Archaeologically, marine sites can be just as significant as those on land. Until recently, however, they were not protected in the UK to the same degree, leading to degradation of sites; the difficulty of investigating such sites still makes it problematic and expensive to properly describe, schedule and monitor them. Use of conventional high-resolution survey tools in an archaeological context is changing the economic structure of such investigations however, and it is now possible to remotely but routinely monitor the state of submerged cultural artifacts. Use of such data to optimize expenditure of expensive and rare assets (e.g., divers and on-bottom dive time) is an added bonus. We present here the results of an investigation into methods for monitoring of marine heritage sites, using the remains of the Imperial German Navy (scuttled 1919) in Scapa Flow, Orkney as a case study. Using a baseline bathymetric survey in 2001 and a repeat bathymetric and volumetric survey in 2006, we illustrate the requirements for such surveys over and above normal hydrographic protocols and outline strategies for effective imaging of large wrecks. Suggested methods for manipulation of such data (including processing and visualization) are outlined, and we draw the distinction between products for scientific investigation and those for outreach and education, which have very different requirements. We then describe the use of backscatter and volumetric acoustic data in the investigation of wrecks, focusing on the extra information to be gained from them that is not evident in the traditional bathymetric DTM models or sounding point-cloud representations of data. Finally, we consider the utility of high-resolution survey as part of an integrated site management policy, with particular reference to the economics of marine heritage monitoring and preservation.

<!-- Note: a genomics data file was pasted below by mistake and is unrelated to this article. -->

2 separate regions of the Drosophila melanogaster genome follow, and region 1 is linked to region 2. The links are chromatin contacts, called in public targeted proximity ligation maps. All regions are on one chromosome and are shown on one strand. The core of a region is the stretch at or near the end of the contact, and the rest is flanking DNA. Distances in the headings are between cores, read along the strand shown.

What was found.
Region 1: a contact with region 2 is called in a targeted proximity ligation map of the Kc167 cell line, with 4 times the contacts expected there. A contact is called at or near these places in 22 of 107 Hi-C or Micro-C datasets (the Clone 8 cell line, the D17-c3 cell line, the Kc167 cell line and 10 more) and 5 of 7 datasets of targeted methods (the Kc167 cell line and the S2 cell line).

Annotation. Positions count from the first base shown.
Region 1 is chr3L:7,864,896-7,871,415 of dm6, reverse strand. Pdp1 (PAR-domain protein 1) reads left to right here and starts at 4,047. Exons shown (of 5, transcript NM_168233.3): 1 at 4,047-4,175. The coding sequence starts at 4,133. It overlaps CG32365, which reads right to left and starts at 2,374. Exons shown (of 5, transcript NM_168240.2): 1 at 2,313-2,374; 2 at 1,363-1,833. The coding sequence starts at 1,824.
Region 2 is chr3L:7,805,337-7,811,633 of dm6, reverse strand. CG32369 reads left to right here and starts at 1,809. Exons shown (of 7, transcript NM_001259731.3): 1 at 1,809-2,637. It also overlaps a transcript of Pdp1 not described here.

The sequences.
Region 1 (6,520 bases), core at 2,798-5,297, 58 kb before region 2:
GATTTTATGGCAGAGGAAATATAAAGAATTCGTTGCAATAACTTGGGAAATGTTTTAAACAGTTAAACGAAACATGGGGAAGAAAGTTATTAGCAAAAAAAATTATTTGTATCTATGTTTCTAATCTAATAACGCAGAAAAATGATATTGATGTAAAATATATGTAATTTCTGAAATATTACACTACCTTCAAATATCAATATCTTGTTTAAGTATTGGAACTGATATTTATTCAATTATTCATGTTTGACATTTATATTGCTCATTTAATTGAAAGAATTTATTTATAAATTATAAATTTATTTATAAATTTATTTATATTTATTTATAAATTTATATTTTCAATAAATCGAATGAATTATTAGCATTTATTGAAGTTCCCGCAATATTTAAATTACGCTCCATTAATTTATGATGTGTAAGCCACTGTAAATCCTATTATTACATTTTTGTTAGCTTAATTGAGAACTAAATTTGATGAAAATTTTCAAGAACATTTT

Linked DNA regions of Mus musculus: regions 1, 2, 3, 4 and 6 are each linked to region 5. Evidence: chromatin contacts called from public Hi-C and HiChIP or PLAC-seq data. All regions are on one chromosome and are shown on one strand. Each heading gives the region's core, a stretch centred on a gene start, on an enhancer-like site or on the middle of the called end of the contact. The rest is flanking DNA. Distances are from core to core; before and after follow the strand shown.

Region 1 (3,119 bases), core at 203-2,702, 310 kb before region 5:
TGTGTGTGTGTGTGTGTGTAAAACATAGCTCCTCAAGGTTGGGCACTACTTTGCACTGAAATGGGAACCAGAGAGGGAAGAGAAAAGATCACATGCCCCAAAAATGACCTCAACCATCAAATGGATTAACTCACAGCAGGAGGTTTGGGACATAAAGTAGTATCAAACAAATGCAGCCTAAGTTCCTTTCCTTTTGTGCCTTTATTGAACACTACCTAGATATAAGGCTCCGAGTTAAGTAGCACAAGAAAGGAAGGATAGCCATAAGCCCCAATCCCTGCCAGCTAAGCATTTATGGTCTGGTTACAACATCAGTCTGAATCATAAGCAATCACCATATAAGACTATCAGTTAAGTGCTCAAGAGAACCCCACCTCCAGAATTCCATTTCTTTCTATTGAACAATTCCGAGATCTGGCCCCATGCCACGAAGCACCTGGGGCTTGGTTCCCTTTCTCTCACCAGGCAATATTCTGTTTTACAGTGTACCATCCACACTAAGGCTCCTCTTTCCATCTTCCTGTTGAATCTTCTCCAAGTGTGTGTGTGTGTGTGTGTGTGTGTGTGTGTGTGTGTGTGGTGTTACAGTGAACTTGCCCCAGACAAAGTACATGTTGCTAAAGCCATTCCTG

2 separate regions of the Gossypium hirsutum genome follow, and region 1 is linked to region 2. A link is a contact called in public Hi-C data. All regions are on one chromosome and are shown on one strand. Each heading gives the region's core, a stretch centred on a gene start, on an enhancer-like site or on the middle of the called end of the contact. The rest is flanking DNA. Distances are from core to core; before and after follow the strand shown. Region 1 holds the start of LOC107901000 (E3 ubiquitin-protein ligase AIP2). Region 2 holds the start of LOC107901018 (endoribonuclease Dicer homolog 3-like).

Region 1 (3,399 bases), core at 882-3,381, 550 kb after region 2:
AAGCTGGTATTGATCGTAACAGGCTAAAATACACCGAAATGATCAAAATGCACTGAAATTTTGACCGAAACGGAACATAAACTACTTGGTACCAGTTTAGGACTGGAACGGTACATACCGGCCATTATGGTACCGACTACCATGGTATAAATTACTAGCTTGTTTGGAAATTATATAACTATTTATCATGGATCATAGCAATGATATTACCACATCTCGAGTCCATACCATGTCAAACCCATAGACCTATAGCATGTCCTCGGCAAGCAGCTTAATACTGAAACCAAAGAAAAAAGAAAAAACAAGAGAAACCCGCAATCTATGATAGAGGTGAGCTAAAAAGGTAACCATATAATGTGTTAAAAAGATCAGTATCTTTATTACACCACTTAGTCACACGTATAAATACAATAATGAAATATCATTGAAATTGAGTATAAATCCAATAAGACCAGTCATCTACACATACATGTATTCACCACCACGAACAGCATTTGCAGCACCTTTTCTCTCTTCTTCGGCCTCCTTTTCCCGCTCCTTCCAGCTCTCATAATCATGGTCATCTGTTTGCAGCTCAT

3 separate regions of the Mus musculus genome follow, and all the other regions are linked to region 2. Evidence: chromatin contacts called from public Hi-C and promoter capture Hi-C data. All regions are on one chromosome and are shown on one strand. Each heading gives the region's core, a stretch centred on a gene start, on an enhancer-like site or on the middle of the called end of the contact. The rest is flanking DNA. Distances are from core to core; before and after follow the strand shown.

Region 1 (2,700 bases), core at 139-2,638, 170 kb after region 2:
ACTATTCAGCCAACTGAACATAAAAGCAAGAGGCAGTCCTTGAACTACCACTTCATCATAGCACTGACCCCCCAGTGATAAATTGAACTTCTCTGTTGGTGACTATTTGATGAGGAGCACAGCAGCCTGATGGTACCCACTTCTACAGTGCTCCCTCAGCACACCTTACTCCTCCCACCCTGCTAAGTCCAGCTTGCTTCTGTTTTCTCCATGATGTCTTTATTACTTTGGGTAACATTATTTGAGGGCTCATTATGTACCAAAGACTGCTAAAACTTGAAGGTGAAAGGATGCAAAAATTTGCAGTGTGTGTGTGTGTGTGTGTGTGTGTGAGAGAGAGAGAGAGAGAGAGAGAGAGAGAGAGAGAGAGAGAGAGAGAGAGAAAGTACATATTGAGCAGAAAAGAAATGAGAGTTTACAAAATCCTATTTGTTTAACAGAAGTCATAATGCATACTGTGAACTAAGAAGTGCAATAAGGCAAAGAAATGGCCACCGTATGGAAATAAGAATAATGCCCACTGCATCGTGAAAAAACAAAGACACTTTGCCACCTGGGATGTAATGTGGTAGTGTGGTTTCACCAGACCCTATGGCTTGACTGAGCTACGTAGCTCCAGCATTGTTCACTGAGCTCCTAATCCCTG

Journal or Conference Title
U.S. Hydrographic Conference
May 14 - May 18, 2007
Norfolk, VA, USA
Hydrographic Society of America
Calder, Brian; Forbes, Bobby; and Mallace, Duncan, "Marine Heritage Monitoring with High Resolution Survey Tools: ScapaMAP 2001-2006" (2007). U.S. Hydrographic Conference. 409.